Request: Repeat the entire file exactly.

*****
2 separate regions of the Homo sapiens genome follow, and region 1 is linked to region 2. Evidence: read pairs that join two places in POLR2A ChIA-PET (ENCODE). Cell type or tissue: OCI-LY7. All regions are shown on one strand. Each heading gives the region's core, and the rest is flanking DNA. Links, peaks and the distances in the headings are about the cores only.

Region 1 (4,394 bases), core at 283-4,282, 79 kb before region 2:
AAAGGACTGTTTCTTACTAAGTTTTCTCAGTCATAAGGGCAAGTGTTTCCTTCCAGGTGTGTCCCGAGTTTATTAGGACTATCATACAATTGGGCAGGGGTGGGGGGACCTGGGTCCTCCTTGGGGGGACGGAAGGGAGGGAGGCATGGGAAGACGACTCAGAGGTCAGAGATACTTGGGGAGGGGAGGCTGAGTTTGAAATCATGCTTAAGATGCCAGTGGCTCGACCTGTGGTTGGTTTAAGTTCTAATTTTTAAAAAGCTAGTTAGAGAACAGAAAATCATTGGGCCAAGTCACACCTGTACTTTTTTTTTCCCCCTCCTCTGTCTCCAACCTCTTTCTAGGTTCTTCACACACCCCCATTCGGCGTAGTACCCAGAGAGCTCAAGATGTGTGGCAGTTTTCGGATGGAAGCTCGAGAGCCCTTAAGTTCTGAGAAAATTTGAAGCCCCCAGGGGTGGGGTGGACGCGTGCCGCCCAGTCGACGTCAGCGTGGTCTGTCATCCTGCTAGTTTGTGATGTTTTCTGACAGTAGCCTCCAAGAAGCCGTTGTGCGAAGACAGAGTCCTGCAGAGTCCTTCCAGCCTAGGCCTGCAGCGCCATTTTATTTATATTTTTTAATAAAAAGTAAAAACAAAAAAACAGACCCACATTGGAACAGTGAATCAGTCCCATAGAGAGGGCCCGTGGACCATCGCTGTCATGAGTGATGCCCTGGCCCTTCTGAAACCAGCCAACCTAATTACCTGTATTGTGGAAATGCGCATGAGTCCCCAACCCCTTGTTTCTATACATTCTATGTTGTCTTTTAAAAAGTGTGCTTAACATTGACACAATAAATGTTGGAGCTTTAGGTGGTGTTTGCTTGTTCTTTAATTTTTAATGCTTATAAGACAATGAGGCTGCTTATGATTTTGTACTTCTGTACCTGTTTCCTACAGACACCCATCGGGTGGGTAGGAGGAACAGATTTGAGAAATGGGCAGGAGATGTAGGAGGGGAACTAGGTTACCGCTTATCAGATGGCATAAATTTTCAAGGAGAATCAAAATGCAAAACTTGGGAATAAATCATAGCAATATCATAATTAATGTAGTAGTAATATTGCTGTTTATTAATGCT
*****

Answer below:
2 separate regions of the Homo sapiens genome follow, and region 1 is linked to region 2. Evidence: read pairs that join two places in POLR2A ChIA-PET (ENCODE). Cell type or tissue: OCI-LY7. All regions are shown on one strand. Each heading gives the region's core, and the rest is flanking DNA. Links, peaks and the distances in the headings are about the cores only.

Region 1 (4,394 bases), core at 283-4,282, 79 kb before region 2:
AAAGGACTGTTTCTTACTAAGTTTTCTCAGTCATAAGGGCAAGTGTTTCCTTCCAGGTGTGTCCCGAGTTTATTAGGACTATCATACAATTGGGCAGGGGTGGGGGGACCTGGGTCCTCCTTGGGGGGACGGAAGGGAGGGAGGCATGGGAAGACGACTCAGAGGTCAGAGATACTTGGGGAGGGGAGGCTGAGTTTGAAATCATGCTTAAGATGCCAGTGGCTCGACCTGTGGTTGGTTTAAGTTCTAATTTTTAAAAAGCTAGTTAGAGAACAGAAAATCATTGGGCCAAGTCACACCTGTACTTTTTTTTTCCCCCTCCTCTGTCTCCAACCTCTTTCTAGGTTCTTCACACACCCCCATTCGGCGTAGTACCCAGAGAGCTCAAGATGTGTGGCAGTTTTCGGATGGAAGCTCGAGAGCCCTTAAGTTCTGAGAAAATTTGAAGCCCCCAGGGGTGGGGTGGACGCGTGCCGCCCAGTCGACGTCAGCGTGGTCTGTCATCCTGCTAGTTTGTGATGTTTTCTGACAGTAGCCTCCAAGAAGCCGTTGTGCGAAGACAGAGTCCTGCAGAGTCCTTCCAGCCTAGGCCTGCAGCGCCATTTTATTTATATTTTTTAATAAAAAGTAAAAACAAAAAAACAGACCCACATTGGAACAGTGAATCAGTCCCATAGAGAGGGCCCGTGGACCATCGCTGTCATGAGTGATGCCCTGGCCCTTCTGAAACCAGCCAACCTAATTACCTGTATTGTGGAAATGCGCATGAGTCCCCAACCCCTTGTTTCTATACATTCTATGTTGTCTTTTAAAAAGTGTGCTTAACATTGACACAATAAATGTTGGAGCTTTAGGTGGTGTTTGCTTGTTCTTTAATTTTTAATGCTTATAAGACAATGAGGCTGCTTATGATTTTGTACTTCTGTACCTGTTTCCTACAGACACCCATCGGGTGGGTAGGAGGAACAGATTTGAGAAATGGGCAGGAGATGTAGGAGGGGAACTAGGTTACCGCTTATCAGATGGCATAAATTTTCAAGGAGAATCAAAATGCAAAACTTGGGAATAAATCATAGCAATATCATAATTAATGTAGTAGTAATATTGCTGTTTATTAATGCT